Notice also that moral weight can be transitive. The pothole has moral weight because of the damage it can do to your car. The moral weight of your car transfers to the pothole. The moral weight of the child who you have not even seen transfers to the ball bouncing into the street.
These habits of the brain give us the fundamental tools of storytelling. We can evoke images by creating meaning, and we can direct attention, and therefore vision, by assigning moral weight to things, both directly and transitively, through the role they play in a story.
Let’s go back now to Pieper’s contention that the modern world has lost its ability to see. It cannot reasonably mean that people have gone blind, nor that people have lost the ability to see in more detail the things they specialize in. What I take it to mean is that Pieper believes that the modern world is not seeing the things that matter with sufficient clarity because it does not assign sufficient moral weight to them, and therefore does not attend to them sufficiently to see their details.
The phrase “see in an exceptionally intensive manner” therefore seems a little wide of the mark to me. It is not about intensity, it is about where your attention is focused. Our attention is focused on those objects that have the greatest moral weight for us. And the more moral weight we attach to an object, the more intensely we attend to it. Intensity is not a general property of vision; it is a byproduct of the moral weight we attach to particular objects.
So when Joshua Hren says of a writer, “Meticulously, intensely, he stores up in his heart a fullness of perception which pours out on the page not what everybody sees but rather ‘what not everybody sees.’” I reply that fullness of perception is impossible; what matters is the correct direction of our inherently selective attention. And if we are to train our own vision, or to direct the vision of the reader, it must be by the careful consideration of the moral weight that we attach to things and to actions. Attach moral weight to a thing, and meticulous intense attention follows necessarily. Remove moral weight from it, and it fades into the background.
This is why I think there is a real obligation to try to write serious popular fiction. All the word serious in serious popular fiction needs to mean is, try to tell stories that give due moral weight to their objects and events.
In many ways, genre fiction can be thought of as fiction that deliberately makes its entertainment light by removing the full moral weight from objects and actions. For instance, a cozy mystery is more or less defined as a mystery story that does not give the full moral weight of humanity to its required corpse, or acknowledge the full moral weight of the act of murder in its mystery. A romance novel does not give full moral weight to courtship and marriage. A military novel does not give full moral weight to deaths in battle, or to the effect of dealing such deaths can have on soldiers. There is nothing wrong with such stories, providing that we are not misled by them into ceasing to see the moral weight of these objects and actions in the real world.
There is some danger of that, though, if one reads nothing else. Works of serious popular fiction serve to remind us of the true moral weight of things and actions. They don’t have to be dour or pedantic about it. The point of the word popular in serious popular fiction is that if telling such stories is important, they should be stories that many people might actually want to read.
Stories can change how we see the world. They can change the moral weight we attach to things, which in turn affects both how we see and how we act. Popular fiction influences the moral weight that people attach to objects and actions, and when it does so falsely, the consequences can be serious and far-reaching. On the other hand, when it corrects the moral weight that people attach to things, it can help heal a culture in trouble.
Cultures are built out of stories. When we meet people from other cultures, we often find that they see the world quite differently from us. And this is because the stories they tell, the stories that constitute their culture, attach different moral weights to objects and actions. Culture is no minor or secondary thing. It is not a form of decoration worn by people who, underneath, are just uniform economic actors. The stories that make up a culture change how it attaches moral weight to objects and actions, and therefore how its people see the world, and whether, for instance, they devote their energies to material success or to conquest or some other end. It determines how they live together and what they expect of each other and of strangers. What seems barbaric to one culture can seem heroic to another, and the difference is in the stories they tell.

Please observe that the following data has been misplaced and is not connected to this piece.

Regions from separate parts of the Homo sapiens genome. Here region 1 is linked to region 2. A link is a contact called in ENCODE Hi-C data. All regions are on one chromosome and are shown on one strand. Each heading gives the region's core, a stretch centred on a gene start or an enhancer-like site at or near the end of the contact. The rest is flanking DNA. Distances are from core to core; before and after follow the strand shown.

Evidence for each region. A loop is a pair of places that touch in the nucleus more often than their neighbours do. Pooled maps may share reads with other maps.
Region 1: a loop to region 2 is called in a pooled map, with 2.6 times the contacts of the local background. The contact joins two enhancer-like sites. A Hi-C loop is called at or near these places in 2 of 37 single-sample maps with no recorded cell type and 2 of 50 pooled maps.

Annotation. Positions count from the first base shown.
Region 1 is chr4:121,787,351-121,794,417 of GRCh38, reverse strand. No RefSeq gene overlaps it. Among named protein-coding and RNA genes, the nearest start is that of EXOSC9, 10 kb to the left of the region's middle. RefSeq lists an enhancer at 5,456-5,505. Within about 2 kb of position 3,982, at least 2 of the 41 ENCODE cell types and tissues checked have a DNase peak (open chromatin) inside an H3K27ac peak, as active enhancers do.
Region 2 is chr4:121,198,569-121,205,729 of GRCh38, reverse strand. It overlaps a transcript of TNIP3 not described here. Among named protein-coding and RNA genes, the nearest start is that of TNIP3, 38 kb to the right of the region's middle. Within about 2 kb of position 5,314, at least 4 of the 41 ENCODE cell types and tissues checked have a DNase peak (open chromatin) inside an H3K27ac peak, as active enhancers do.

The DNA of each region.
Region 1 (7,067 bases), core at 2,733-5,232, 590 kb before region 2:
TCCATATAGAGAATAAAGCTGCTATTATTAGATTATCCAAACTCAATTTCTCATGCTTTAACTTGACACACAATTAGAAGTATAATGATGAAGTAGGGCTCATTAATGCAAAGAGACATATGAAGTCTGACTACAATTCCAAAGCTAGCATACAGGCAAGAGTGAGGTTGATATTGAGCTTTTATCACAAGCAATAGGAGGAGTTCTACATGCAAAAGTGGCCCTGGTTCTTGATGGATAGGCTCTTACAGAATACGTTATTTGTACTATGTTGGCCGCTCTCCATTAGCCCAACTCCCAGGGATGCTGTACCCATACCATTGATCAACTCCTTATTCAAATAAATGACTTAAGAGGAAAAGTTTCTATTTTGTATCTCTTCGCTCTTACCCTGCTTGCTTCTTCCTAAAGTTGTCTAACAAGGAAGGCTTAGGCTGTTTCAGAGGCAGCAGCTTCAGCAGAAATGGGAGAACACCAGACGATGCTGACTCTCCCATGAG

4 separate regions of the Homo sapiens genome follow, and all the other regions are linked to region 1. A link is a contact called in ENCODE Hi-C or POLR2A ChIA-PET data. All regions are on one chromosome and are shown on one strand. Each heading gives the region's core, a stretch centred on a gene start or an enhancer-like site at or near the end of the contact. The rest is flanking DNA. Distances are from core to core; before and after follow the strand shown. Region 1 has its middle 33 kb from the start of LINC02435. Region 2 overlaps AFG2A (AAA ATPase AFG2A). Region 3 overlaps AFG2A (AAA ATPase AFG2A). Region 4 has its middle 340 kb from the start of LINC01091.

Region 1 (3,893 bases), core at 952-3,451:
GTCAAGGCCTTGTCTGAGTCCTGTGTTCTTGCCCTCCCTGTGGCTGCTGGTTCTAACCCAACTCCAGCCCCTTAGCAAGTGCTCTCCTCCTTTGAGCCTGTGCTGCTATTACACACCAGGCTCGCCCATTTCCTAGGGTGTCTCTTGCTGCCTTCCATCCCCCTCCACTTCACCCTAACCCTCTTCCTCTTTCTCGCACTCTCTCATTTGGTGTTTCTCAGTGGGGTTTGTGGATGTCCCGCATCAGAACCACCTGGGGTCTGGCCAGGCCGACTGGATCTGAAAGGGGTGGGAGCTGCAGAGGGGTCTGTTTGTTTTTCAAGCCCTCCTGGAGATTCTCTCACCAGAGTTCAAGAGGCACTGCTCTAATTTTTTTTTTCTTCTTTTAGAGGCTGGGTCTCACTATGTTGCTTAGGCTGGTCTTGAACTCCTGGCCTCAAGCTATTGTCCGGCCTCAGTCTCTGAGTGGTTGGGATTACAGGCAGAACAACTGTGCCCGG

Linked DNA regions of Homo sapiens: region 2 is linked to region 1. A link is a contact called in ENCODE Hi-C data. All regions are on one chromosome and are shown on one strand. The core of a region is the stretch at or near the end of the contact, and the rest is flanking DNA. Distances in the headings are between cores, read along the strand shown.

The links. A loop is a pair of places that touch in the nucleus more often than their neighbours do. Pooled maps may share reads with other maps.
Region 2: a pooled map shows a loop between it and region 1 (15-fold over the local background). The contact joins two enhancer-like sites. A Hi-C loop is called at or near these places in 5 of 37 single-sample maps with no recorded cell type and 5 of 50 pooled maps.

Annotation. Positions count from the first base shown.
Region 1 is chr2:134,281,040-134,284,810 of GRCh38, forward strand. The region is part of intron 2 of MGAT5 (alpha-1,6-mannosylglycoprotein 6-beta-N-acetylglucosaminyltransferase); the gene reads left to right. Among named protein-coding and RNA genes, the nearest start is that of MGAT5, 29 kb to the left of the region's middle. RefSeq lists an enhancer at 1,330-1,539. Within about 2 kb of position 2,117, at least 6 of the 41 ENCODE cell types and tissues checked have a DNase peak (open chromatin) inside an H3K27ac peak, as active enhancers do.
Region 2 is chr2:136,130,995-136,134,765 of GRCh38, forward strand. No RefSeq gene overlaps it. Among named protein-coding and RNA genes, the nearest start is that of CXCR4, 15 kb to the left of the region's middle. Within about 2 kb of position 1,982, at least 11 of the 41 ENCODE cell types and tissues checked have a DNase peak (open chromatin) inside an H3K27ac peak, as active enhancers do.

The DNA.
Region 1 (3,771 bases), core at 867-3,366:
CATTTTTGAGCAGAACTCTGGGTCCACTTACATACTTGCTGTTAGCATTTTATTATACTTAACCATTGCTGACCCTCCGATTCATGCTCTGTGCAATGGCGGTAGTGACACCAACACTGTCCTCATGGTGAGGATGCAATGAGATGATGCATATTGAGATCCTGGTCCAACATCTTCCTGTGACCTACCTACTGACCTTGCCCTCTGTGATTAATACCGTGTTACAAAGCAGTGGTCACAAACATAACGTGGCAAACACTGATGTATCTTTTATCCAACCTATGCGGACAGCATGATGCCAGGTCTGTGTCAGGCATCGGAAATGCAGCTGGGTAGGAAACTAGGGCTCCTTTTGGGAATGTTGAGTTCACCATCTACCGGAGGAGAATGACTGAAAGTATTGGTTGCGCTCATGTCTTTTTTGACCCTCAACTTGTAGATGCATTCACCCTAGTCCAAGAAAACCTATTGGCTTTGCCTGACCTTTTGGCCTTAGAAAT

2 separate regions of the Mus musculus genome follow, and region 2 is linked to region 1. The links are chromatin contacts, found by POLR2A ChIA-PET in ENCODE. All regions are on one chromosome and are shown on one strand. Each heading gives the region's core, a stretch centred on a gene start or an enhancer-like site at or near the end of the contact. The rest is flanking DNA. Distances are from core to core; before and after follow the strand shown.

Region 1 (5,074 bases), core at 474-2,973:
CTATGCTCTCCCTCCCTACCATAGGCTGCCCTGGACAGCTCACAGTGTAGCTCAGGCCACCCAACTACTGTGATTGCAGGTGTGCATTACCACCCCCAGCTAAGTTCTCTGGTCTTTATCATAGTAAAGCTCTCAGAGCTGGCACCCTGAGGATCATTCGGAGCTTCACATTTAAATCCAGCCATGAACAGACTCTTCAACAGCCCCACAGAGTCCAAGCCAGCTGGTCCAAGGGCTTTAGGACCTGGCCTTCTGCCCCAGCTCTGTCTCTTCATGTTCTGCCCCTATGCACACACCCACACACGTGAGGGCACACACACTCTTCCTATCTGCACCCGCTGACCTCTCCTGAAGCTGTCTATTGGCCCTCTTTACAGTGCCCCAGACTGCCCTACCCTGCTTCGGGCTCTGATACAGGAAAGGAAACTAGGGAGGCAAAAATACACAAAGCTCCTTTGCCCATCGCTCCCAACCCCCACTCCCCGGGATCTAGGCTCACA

This is the reason that when great cultural movements arise, they tell different stories and find different ways of telling them. It is why, in many cases, they pour scorn upon the old stories and sometimes try to suppress them. The old stories assign moral weights to things that the new culture denies. To say that a culture has forgotten how to see means that its people no longer see the things that used to matter because they no longer attach moral weight to them. Of course, if you are a partisan of the new culture, you will take the opposite stance. You will say that people have finally learned how to see.
If you think that modern works attribute moral weight to objects and actions correctly, you will be happy as things are, and happy to keep telling the same stories in the same way. If you think that modern works attribute moral weight to objects incorrectly, then you will be concerned to tell different stories and perhaps to tell them in different ways. I assume you can guess which of these camps I fall into, but for the specifics of where I think moral weight should fall in literature, you will have to wait for another essay on another day. Or read my novels. Actually, do that: read my novels.
Whichever side of that argument you fall on, though, I think there is something to take away from Contemplative Realism’s emphasis on seeing. Whether our method is showing or telling, our aim is to enable the reader to see, and to do that we must work to direct their attention by means of the moral weight we attach to objects and actions in our stories. That is our method. In the end, it is the only method, because that is how brains work. It therefore behooves all storytellers to give due thought to what they are seeing and to treat the objects and actions that they depict with both serious attention and exacting self-criticism. Take the plank out of your own eye, in other words, before you concoct a story to take a mote out of the reader’s eye. All good writing starts with seeing. All fruitful reading ends in seeing.